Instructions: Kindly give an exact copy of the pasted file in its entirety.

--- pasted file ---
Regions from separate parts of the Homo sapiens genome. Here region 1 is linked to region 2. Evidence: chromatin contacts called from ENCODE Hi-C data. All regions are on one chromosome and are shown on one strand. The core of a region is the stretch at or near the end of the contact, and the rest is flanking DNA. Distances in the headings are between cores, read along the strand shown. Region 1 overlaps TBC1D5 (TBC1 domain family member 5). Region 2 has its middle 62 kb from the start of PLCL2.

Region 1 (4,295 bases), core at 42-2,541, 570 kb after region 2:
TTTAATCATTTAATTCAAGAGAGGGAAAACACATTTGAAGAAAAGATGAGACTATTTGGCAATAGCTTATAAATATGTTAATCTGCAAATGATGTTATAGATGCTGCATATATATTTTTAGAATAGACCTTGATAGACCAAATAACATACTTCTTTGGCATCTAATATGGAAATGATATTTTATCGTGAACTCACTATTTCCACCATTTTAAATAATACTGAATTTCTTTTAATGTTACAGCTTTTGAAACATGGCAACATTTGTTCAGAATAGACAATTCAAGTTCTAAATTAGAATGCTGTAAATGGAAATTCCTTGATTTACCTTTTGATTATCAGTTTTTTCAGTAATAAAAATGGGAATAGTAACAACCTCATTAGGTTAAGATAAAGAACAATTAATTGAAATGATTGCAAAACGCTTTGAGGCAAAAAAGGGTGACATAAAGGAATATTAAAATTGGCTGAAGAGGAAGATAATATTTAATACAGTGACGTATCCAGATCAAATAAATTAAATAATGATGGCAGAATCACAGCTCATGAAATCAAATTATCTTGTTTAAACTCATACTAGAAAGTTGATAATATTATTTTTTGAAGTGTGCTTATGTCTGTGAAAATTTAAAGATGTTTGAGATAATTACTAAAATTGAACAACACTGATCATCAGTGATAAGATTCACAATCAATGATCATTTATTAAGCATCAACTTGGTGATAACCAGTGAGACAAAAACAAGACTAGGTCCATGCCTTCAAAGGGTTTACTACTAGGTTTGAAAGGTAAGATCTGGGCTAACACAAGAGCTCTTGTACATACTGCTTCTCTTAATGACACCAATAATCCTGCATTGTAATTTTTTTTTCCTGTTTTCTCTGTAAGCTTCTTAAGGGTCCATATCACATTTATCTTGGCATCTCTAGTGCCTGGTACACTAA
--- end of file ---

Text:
Regions from separate parts of the Homo sapiens genome. Here region 1 is linked to region 2. Evidence: chromatin contacts called from ENCODE Hi-C data. All regions are on one chromosome and are shown on one strand. The core of a region is the stretch at or near the end of the contact, and the rest is flanking DNA. Distances in the headings are between cores, read along the strand shown. Region 1 overlaps TBC1D5 (TBC1 domain family member 5). Region 2 has its middle 62 kb from the start of PLCL2.

Region 1 (4,295 bases), core at 42-2,541, 570 kb after region 2:
TTTAATCATTTAATTCAAGAGAGGGAAAACACATTTGAAGAAAAGATGAGACTATTTGGCAATAGCTTATAAATATGTTAATCTGCAAATGATGTTATAGATGCTGCATATATATTTTTAGAATAGACCTTGATAGACCAAATAACATACTTCTTTGGCATCTAATATGGAAATGATATTTTATCGTGAACTCACTATTTCCACCATTTTAAATAATACTGAATTTCTTTTAATGTTACAGCTTTTGAAACATGGCAACATTTGTTCAGAATAGACAATTCAAGTTCTAAATTAGAATGCTGTAAATGGAAATTCCTTGATTTACCTTTTGATTATCAGTTTTTTCAGTAATAAAAATGGGAATAGTAACAACCTCATTAGGTTAAGATAAAGAACAATTAATTGAAATGATTGCAAAACGCTTTGAGGCAAAAAAGGGTGACATAAAGGAATATTAAAATTGGCTGAAGAGGAAGATAATATTTAATACAGTGACGTATCCAGATCAAATAAATTAAATAATGATGGCAGAATCACAGCTCATGAAATCAAATTATCTTGTTTAAACTCATACTAGAAAGTTGATAATATTATTTTTTGAAGTGTGCTTATGTCTGTGAAAATTTAAAGATGTTTGAGATAATTACTAAAATTGAACAACACTGATCATCAGTGATAAGATTCACAATCAATGATCATTTATTAAGCATCAACTTGGTGATAACCAGTGAGACAAAAACAAGACTAGGTCCATGCCTTCAAAGGGTTTACTACTAGGTTTGAAAGGTAAGATCTGGGCTAACACAAGAGCTCTTGTACATACTGCTTCTCTTAATGACACCAATAATCCTGCATTGTAATTTTTTTTTCCTGTTTTCTCTGTAAGCTTCTTAAGGGTCCATATCACATTTATCTTGGCATCTCTAGTGCCTGGTACACTAA